Photo by Matheus Bertelli on Pexels.com

It’s beautiful, the silence of snowfall.

Soft, slow

Tiny dancers

An orchestrated ballet for our eyes only

And we are naive

Standing in an alley

Still, spell bound

Certain the world is filled with magic.

~ silence and shimmer

Light a candle to remember, to celebrate, to wish upon. Soy candles are simple to make, lovely to behold, and necessary- especially in Pandemic Times. A lit flame is a symbol for light in darkness. It is energy with the power to change and illuminate.

The world holds ancient wisdom. Sit in silence. Breathe in. Exhale. Better days are coming.

Ingredients are available at most local craft or specialty shops for pick up or delivery. Soy is made of natural elements. Essential oils add allure. ‘Rose Turmeric’ is a subtle scent, notes of crushed petal grounded in an exotic mix of pollen and golden hits of sunshine.

This grouping was formed in repurposed and recycled glass and tin. The vintage glass is a favourite. It allows for sparkle and shine. Clear glass suits any decor. Group an assortment on a tray or table. Place one, in a simple paper bag, to leave on the doorstep of a friend.

Kitchen chemistry, music to soothe the soul, big love. Some things endure.

DIY Soy Candle Tips on topics from wicks to fixes are abundant on Pinterest or a local supplier.

• A Favourite Read: Style & Simplicity, An A to Z Guide to Living a More Beautiful Life- Ted Kennedy Watson

• Always use caution around a flame.

~aliceandmolly approved

x

Beautiful Words:

“Each spice has a special day to it. For turmeric it is Sunday, when light drips fat and butter-colored into the bins to be soaked up glowing, when you pray to the nine planets for love and luck.”

― Chitra Banerjee Divakaruni, The Mistress of Spices,

Goodreads

My mother bites her lip, fishes the depth of her purse, rummages through lipsticks, combs, and compacts, to offer something, anything to sweeten the journey and soften the grief.

“People disappoint,” she says. “Best get used to it.”

Words drop. She is tired of the narrative. Her eyes fixate on the contents of a purse, scattering her lap, rolling out of reach.

“Ah- here it is.”

I watch as she lifts a tissue bundle, holds it mid air.

She regards peppermints as medicinal. A sugar salve to cover grief and sweeten the moment.

“Take one,” she says. “It helps.”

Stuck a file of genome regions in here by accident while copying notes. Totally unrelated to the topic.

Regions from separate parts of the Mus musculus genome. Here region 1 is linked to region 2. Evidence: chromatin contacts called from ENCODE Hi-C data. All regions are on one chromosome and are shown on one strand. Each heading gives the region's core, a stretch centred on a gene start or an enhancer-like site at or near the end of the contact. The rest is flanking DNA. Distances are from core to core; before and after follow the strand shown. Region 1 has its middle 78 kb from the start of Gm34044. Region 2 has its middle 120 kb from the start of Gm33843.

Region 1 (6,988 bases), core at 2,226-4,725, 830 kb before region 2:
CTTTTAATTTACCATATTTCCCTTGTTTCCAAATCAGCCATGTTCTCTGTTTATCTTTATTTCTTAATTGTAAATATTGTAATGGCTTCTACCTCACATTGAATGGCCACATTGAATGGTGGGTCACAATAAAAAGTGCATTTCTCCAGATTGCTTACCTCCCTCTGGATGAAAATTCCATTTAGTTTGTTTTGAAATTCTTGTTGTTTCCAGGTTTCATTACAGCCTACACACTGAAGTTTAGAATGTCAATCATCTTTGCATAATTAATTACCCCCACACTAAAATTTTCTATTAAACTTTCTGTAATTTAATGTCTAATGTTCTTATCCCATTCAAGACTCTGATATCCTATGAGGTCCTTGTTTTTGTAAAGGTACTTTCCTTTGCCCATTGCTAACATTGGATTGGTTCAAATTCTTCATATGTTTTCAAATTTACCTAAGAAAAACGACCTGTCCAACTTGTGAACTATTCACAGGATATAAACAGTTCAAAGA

She tucks the peppermint bundle beneath a stashed scarf, clicks the clasp of her purse.

“Grief aches like a broken bone,” she says. “The good news- you learn to carry on.”

I watch as she squares her shoulders and stares down the end of the road.

“For awhile, it’s horrible. You speak it. Words pour out, ugly, pathetic. You stop speaking. People say, ‘Find peace.’ You wonder, How? There’s a hole in your heart and it won’t heal.”

She shrugs. “So- you throw yourself into charity, community, family. You summon new interests. Delight in passionate pursuits. You dare believe you can write your story.”

She turns to admire a grove of trees on a distant hillside. Their limbs seem as if adorned in scarlet ribbons, lit by ochre light.

“How beautiful,” she comments. “I used to rake the leaves of the chestnut trees lining the boulevard. Oh those leaves. Such a rich shade of green. You do recall?”

I nod. How to forget? Year after year, the trees grew taller, more abundant. Today, they form a canopy overhead. I do not tell my mother. In autumn, I return to the block. I choose one chestnut.

My mother speaks. “You’d toddle along, amusing yourself, collecting chestnuts. Only a certain few stayed in the wagon. As the pile of leaves grew higher, you grew bolder. Arms high, face first.”

She places her hand on mine.

“You learn to go on. Softly, softly. Forward.”

***

My Grandmother ends each visit with an offering of peppermints placed in tissue.

“Just a moment,” she says.

Bags rustle on a pantry shelf. Fingers fumble. She centres five peppermints, twists the tissue and presses the bundle to the palm of my hand.

“Tuck this away. Later, when you take tea, slip one. Don’t share.”

I meet her gaze.

Her eyes are oceans.

We come to understand. Life is loneliness and then it is joy. It’s sweet, tiny moments and sacred silence. We laugh and then, we’re overcome by sorrow. It’s a question without an answer. Scar tissue thickening on a soul. We seek the road home. It’s a song on the radio, a photograph that slips to the floor and then, everything collapses.

Draft Two

Tiny Struggles

Fiction